Google Agrees to Settle FTC Privacy Complaint About Google Buzz

Google has reached an agreement with the Federal Trade Commission (FTC) to settle a privacy controversy that flared up last year with the launch of Google Buzz.

Under the agreement, Google will establish a ’comprehensive privacy program’ to prevent the unwanted sharing of user information. According to the FTC, the settlement bars Google from ’further privacy misrepresentations…and calls for regular, independent pricay audits for the next 20 years.’

’When companies make privacy pledges, they need to honor them,’ said Jon Leibowitz, chairman of the FTC, in a statement. ’This is a tough settlement that ensures that Google will honor its commitments to consumers and build strong privacy protections into all of its operations."

When Google launched its Buzz social network last year, many users complained the privacy controls were ineffective, and that users were mislead as to whether or not they could choose whether or not to join in the network.

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According to the FTC, when Google launched Buzz, its privacy policy stated that: ’When you sign up for a particular service that requires registration, we ask you to provide personal information. If we use this information in a manner different than the purpose for which it was collected, then we will ask for your consent prior to such use.’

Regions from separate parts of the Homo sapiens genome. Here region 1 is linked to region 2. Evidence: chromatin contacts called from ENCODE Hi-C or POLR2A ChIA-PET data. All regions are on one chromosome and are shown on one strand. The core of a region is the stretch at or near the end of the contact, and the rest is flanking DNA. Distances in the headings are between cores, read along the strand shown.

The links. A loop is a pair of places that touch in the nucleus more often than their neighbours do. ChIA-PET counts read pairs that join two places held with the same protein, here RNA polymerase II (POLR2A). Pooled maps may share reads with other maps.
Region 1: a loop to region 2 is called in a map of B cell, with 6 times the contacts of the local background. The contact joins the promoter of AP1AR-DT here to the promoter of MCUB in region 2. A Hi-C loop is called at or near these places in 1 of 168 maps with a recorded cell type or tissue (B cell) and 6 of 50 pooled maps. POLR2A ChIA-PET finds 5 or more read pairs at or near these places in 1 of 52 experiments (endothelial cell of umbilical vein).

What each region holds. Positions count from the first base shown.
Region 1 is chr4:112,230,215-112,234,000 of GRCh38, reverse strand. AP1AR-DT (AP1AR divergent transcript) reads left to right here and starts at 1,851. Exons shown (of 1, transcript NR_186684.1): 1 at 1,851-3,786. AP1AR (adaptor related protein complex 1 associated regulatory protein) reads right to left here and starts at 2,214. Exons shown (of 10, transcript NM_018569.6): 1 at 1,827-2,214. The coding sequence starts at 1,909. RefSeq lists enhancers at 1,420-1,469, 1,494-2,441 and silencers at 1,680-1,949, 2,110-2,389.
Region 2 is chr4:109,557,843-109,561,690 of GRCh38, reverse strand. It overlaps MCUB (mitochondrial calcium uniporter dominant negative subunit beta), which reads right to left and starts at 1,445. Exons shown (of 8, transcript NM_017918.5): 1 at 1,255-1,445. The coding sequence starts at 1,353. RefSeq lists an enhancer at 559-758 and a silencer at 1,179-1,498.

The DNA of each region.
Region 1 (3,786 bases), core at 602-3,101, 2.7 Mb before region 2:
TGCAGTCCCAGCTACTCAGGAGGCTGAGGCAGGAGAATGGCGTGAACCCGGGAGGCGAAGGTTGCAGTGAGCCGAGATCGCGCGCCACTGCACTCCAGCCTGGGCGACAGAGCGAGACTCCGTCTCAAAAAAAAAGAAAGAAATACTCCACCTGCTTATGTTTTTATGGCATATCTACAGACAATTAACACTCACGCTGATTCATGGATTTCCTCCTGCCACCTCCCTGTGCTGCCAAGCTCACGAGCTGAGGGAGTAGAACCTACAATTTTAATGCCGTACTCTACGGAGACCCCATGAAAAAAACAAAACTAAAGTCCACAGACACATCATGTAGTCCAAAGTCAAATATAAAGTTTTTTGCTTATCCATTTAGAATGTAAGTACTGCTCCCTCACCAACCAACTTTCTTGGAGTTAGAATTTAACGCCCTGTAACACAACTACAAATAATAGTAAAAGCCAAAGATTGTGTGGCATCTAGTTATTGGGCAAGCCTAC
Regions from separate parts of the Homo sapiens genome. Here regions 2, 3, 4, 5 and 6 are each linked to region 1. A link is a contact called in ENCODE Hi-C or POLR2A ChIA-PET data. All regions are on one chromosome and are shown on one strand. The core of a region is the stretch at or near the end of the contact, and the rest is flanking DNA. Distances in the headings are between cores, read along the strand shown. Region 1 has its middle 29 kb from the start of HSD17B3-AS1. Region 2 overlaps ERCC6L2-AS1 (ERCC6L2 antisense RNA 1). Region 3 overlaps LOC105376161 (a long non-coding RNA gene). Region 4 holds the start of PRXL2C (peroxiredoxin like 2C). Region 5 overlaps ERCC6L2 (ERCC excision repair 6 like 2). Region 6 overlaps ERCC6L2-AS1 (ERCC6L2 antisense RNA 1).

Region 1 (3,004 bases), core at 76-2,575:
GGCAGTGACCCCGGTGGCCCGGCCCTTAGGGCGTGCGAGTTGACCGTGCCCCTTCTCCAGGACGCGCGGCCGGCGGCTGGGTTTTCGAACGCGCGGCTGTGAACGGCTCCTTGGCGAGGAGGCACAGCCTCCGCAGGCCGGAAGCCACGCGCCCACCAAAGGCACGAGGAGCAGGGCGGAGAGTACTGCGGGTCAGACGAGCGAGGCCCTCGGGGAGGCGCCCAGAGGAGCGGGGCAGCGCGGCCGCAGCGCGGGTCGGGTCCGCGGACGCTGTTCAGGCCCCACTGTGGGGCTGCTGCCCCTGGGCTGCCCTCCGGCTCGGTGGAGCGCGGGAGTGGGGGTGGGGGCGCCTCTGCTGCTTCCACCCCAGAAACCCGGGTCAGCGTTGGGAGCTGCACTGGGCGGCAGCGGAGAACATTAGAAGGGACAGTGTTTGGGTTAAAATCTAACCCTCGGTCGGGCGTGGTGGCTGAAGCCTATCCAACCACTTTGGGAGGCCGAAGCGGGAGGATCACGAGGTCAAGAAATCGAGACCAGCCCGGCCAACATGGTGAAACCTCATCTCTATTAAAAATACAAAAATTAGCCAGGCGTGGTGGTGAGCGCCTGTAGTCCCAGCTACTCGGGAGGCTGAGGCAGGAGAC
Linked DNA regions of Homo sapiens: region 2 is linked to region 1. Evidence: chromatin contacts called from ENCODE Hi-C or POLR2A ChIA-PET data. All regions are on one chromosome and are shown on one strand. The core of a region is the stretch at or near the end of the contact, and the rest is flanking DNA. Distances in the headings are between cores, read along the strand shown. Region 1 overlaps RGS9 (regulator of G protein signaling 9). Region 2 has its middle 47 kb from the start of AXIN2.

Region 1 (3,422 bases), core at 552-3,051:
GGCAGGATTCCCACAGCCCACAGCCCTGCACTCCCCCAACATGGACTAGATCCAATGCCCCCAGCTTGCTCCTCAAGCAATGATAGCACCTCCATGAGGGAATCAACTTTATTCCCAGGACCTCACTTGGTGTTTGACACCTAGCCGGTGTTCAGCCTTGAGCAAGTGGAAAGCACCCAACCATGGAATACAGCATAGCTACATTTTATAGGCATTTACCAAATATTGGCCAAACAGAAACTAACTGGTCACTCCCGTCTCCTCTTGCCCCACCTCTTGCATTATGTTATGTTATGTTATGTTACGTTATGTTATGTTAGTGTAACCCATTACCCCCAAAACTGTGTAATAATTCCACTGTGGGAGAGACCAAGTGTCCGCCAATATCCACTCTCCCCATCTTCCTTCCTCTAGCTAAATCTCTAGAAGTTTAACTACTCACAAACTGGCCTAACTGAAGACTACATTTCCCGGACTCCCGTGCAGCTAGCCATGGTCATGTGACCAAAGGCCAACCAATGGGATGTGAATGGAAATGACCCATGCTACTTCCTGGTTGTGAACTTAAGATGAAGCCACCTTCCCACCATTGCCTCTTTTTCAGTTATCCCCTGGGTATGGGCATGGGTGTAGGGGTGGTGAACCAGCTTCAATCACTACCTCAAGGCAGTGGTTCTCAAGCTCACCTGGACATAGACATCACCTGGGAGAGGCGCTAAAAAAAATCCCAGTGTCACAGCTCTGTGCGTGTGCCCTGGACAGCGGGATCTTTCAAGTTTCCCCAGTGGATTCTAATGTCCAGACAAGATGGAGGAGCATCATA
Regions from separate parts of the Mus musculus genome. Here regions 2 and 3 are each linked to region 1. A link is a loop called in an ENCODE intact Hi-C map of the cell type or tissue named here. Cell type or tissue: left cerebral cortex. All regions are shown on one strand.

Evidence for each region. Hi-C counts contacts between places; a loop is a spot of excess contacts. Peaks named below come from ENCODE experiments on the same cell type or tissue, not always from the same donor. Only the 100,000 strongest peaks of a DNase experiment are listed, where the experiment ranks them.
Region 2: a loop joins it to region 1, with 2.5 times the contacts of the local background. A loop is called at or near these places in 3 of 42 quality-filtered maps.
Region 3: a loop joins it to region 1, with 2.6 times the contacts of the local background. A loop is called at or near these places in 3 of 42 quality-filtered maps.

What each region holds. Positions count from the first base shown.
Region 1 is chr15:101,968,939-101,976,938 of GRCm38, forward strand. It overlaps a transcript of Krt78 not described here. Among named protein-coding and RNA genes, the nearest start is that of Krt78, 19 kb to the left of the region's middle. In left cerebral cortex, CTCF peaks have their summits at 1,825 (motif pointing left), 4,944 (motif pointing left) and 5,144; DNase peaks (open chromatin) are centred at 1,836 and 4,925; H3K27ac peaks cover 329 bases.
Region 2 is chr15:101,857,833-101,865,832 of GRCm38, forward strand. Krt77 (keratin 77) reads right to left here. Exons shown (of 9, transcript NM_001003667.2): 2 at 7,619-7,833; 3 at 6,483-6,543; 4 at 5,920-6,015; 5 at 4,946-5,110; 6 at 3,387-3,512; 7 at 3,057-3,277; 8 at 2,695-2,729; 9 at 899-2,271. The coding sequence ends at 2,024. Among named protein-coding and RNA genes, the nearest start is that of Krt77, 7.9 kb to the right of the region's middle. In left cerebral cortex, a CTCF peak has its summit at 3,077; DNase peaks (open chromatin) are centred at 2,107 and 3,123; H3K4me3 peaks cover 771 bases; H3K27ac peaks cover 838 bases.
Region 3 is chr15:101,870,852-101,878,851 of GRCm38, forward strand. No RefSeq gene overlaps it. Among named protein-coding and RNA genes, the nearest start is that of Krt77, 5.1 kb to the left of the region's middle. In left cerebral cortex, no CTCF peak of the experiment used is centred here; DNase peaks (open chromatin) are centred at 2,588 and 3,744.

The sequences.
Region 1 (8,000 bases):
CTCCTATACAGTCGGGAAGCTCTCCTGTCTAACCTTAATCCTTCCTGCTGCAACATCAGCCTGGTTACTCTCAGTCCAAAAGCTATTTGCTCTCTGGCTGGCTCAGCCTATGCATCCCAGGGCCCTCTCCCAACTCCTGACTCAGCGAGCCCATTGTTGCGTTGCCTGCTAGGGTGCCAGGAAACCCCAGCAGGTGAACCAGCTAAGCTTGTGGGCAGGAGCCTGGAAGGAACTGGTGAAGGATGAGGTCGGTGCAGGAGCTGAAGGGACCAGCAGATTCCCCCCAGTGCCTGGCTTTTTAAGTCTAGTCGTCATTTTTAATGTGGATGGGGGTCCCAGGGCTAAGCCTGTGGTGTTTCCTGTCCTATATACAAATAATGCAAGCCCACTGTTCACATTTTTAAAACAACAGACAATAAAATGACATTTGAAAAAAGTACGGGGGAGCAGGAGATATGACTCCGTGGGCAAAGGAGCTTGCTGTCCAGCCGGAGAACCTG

In its complaint, the FTC charges Google violated its privacy policies by using information provided for Gmail for another purpose -- social networking -- without first obtaining consumers’ consent.

The agency also said that by offering options like ’Nah, go to my inbox,’ and ’Turn Off Buzz,’ Google misrepresented to consumers that clicked on these options would not be enrolled in Buzz when in fact they were enrolled in certain features of Buzz.

’The launch of Google Buzz fell short of our usual standards for transparency and user control—letting our users and Google down,’ blogged Alma Whitten, director of privacy, product and engineering at Google. ’While we worked quickly to make improvements, regulators—including the U.S. Federal Trade Commission—unsurprisingly wanted more detail about what went wrong and how we could prevent it from happening again. Today, we’ve reached an agreement with the FTC to address their concerns.

’We’d like to apologize again for the mistakes we made with Buzz,’ Whitten added. ’While today’s announcement thankfully put this incident behind us, we are 100 percent focused on ensuring that our new privacy procedures effectively protect the interests of all our users going forward.’

The agreement will be subject to public comment for 30 days, beginning today and continuing through May 2, 2011, after which the commission will decide whether to make the proposed consent order final.